Multimodal Multitasking

An project at the University of Oregon Cognitive Modeling and Eye Tracking Lab that aims to explain and predict user performance in complex auditory and visual multitask environments by means of computational modeling and empirical human data collection, including eye tracking.

A simulated screenshot from the task environment

The above diagram shows a simulated screenshot from the task environment, with a user's eye looking at blips on the left side of the screen, and spatialized sound coming from stereo speakers to help guide the user's gaze to the blips that need to be classified.

Watch a QuickTime or MP4 video with 3D audio and the user's gaze superimposed as a small red dot.
A photo of the task environment for collecting human data.

The above photo shows the task environment for collecting human data, including a computer display with an attached eye tracker, chinrest to help with eye tracking, headphones for playing 3D audio, and a keypad and joystick for user input. On the bottom right, there is also a small action figure with a cardboard cutout to remind the user of the mapping between the visual and auditory space that is used to identify the location of blips on the screen that need to be classified. You can watch a QuickTime or MP4 video of the task being executed. The video includes the 3D audio that helps to cue the participant as to which blip needs to be classified next. The user's task is to classify the blips as "hostile" or "neutral" based on their color, shape, speed and direction. The video shows the user's gaze superimposed as a small red dot. Note that the display is "gaze-contingent" in that it only shows the contents of the window where the user is looking. This enables the experiment to specifically study how people can use 3D audio to keep track of what is happening in a secondary visual display that is just out of range of a primary visual display, as would be useful for complex multi-display tasks such as air traffic control.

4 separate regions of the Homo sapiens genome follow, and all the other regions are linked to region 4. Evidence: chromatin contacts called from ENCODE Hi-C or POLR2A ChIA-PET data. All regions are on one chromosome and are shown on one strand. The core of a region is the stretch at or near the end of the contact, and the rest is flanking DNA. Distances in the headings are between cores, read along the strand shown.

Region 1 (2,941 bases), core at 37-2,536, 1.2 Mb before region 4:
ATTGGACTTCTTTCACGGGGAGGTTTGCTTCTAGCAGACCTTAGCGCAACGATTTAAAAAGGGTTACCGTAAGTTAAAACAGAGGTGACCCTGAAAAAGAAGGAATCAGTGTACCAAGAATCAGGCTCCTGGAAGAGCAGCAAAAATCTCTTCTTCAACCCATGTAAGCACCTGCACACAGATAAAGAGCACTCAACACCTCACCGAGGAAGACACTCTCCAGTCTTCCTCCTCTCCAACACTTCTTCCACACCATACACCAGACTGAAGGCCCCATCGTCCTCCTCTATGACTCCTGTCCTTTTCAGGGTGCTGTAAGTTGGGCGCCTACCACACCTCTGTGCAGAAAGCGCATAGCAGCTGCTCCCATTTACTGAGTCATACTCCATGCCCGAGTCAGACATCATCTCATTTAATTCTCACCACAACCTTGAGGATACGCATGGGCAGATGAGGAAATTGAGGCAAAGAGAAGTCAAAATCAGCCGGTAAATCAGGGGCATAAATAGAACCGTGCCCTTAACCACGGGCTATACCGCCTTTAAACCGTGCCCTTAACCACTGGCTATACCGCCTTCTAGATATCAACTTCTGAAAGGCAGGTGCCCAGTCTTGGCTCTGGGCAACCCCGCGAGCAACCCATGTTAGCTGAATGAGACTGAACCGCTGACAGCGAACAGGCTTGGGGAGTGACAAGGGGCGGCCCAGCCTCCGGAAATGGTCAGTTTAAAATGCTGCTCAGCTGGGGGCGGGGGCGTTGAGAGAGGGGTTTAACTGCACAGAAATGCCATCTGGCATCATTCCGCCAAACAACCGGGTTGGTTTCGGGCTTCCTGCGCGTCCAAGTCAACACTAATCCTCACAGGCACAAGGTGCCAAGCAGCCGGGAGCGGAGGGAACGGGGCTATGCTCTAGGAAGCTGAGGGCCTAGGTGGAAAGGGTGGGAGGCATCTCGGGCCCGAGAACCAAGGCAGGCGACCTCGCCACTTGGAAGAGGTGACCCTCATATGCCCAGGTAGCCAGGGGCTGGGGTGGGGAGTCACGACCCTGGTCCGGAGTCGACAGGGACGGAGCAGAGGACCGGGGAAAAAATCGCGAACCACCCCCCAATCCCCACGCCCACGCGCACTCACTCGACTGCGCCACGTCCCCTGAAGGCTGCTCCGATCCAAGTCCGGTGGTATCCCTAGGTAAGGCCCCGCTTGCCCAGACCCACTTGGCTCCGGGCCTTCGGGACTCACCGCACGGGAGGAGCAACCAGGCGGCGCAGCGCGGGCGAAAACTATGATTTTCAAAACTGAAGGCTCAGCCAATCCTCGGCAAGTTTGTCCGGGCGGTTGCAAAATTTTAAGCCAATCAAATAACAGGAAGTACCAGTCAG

Project Personnel

Anthony Hornof (Principle Investigator), Yunfeng Zhang, Tim Halverson, Erik Brown, Andy Isaacson, Kyle Vessey.

Scientific and Technical Objectives